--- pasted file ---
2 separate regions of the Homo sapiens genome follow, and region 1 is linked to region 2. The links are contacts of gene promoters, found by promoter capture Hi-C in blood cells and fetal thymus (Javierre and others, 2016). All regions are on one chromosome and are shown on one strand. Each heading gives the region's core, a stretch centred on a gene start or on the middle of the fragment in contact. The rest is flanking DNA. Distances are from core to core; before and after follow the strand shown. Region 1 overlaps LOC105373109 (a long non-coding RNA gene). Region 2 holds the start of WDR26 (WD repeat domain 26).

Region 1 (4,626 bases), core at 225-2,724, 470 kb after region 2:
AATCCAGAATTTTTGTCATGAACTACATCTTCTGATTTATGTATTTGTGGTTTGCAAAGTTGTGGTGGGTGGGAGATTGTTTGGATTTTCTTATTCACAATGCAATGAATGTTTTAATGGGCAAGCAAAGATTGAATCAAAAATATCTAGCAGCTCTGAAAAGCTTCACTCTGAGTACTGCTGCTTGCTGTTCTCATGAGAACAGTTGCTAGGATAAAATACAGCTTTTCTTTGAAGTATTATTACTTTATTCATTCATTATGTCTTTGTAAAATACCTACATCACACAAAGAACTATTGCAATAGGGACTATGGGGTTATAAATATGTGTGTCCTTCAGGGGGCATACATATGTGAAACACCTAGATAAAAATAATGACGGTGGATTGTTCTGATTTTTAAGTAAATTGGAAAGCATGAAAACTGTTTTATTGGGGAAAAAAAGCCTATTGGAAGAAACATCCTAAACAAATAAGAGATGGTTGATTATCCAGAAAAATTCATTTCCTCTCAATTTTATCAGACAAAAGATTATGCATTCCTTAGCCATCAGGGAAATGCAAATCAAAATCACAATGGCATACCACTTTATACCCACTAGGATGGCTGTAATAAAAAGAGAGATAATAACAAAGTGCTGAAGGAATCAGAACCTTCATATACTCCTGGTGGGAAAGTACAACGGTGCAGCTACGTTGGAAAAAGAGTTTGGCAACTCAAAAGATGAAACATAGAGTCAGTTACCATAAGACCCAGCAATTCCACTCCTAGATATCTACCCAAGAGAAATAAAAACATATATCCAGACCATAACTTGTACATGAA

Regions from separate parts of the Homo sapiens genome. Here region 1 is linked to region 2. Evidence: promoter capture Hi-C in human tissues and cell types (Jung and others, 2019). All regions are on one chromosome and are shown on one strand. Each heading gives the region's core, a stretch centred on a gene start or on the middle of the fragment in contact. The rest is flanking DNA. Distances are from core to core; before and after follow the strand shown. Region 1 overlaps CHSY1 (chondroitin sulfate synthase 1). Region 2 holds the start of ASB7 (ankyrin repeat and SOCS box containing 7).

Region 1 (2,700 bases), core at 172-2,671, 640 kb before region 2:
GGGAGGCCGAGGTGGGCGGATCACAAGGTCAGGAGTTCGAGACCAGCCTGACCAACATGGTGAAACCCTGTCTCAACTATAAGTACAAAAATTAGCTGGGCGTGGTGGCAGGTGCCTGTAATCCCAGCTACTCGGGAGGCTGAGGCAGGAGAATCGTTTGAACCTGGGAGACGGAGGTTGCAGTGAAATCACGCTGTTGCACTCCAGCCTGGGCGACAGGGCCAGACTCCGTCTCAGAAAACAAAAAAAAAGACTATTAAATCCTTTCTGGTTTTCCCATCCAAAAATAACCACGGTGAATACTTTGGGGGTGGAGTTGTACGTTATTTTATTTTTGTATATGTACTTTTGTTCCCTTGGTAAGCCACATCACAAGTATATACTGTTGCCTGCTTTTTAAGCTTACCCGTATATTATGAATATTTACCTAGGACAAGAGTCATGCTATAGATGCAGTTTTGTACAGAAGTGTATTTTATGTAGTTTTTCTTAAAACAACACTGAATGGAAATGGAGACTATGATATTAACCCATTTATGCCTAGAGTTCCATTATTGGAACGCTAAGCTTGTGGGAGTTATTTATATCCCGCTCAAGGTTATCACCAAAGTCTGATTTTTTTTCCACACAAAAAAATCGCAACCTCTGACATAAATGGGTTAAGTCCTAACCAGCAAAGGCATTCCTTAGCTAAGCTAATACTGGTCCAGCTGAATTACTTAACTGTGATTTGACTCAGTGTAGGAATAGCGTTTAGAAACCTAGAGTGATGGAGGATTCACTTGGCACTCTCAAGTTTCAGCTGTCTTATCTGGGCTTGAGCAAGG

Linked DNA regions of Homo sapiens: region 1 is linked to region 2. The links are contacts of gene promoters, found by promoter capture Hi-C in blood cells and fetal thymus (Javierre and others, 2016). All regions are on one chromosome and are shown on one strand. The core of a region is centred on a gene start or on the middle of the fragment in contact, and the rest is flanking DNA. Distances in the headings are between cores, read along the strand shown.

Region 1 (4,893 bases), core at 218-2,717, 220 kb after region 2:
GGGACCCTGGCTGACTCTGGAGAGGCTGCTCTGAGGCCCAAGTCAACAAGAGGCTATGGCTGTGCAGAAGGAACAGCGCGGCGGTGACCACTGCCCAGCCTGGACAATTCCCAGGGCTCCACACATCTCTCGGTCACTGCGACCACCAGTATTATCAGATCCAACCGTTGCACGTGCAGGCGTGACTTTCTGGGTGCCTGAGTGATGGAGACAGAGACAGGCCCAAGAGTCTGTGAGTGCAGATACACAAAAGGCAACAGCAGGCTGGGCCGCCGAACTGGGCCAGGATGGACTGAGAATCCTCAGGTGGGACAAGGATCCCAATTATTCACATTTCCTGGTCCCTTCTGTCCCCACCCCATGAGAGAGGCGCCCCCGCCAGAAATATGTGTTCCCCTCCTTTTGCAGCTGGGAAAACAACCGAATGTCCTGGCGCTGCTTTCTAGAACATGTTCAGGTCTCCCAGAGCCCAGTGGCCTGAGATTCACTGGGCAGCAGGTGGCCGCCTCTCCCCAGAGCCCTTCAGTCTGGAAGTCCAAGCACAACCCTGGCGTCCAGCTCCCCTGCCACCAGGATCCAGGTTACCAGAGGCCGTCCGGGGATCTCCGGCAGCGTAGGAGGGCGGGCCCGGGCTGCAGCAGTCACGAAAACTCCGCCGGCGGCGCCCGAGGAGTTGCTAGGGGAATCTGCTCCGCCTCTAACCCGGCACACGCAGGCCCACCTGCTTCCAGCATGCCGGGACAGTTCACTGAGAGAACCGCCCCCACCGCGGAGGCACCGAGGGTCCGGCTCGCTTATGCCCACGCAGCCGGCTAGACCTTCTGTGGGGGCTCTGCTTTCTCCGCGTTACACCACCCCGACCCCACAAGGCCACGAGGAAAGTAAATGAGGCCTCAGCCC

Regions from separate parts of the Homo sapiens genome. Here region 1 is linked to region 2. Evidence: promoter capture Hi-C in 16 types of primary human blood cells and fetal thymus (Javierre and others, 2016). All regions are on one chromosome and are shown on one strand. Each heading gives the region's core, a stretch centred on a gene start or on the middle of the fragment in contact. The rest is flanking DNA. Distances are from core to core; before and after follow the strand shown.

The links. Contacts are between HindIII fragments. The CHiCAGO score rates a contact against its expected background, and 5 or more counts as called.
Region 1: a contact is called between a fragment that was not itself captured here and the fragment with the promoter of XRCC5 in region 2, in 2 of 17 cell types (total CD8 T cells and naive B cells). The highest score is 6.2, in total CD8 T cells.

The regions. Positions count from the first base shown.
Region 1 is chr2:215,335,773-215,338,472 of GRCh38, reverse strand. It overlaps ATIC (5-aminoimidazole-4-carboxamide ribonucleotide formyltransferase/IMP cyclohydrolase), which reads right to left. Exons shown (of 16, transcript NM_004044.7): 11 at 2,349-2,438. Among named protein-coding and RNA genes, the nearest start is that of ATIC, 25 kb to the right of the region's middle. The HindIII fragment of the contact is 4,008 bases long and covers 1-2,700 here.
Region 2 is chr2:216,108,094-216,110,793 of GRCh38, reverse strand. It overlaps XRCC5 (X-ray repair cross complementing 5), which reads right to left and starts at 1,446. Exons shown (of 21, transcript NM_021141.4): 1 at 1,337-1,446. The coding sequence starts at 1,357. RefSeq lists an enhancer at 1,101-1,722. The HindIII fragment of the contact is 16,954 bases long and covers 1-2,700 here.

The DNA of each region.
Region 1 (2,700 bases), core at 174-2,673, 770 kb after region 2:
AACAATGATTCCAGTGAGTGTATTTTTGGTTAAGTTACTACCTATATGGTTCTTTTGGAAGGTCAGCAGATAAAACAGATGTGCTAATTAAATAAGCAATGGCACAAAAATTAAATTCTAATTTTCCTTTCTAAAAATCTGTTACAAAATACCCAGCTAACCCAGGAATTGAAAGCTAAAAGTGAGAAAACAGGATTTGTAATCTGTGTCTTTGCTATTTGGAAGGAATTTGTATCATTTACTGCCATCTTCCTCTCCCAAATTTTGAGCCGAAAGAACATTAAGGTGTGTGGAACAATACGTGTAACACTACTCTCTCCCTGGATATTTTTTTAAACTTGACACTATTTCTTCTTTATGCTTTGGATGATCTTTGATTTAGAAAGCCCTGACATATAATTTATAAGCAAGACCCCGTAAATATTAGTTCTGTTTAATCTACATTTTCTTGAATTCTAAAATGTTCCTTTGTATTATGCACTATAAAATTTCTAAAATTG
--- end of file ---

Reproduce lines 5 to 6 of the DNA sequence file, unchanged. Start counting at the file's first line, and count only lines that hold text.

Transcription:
Region 1 (2,700 bases), core at 172-2,671, 640 kb before region 2:
GGGAGGCCGAGGTGGGCGGATCACAAGGTCAGGAGTTCGAGACCAGCCTGACCAACATGGTGAAACCCTGTCTCAACTATAAGTACAAAAATTAGCTGGGCGTGGTGGCAGGTGCCTGTAATCCCAGCTACTCGGGAGGCTGAGGCAGGAGAATCGTTTGAACCTGGGAGACGGAGGTTGCAGTGAAATCACGCTGTTGCACTCCAGCCTGGGCGACAGGGCCAGACTCCGTCTCAGAAAACAAAAAAAAAGACTATTAAATCCTTTCTGGTTTTCCCATCCAAAAATAACCACGGTGAATACTTTGGGGGTGGAGTTGTACGTTATTTTATTTTTGTATATGTACTTTTGTTCCCTTGGTAAGCCACATCACAAGTATATACTGTTGCCTGCTTTTTAAGCTTACCCGTATATTATGAATATTTACCTAGGACAAGAGTCATGCTATAGATGCAGTTTTGTACAGAAGTGTATTTTATGTAGTTTTTCTTAAAACAACACTGAATGGAAATGGAGACTATGATATTAACCCATTTATGCCTAGAGTTCCATTATTGGAACGCTAAGCTTGTGGGAGTTATTTATATCCCGCTCAAGGTTATCACCAAAGTCTGATTTTTTTTCCACACAAAAAAATCGCAACCTCTGACATAAATGGGTTAAGTCCTAACCAGCAAAGGCATTCCTTAGCTAAGCTAATACTGGTCCAGCTGAATTACTTAACTGTGATTTGACTCAGTGTAGGAATAGCGTTTAGAAACCTAGAGTGATGGAGGATTCACTTGGCACTCTCAAGTTTCAGCTGTCTTATCTGGGCTTGAGCAAGG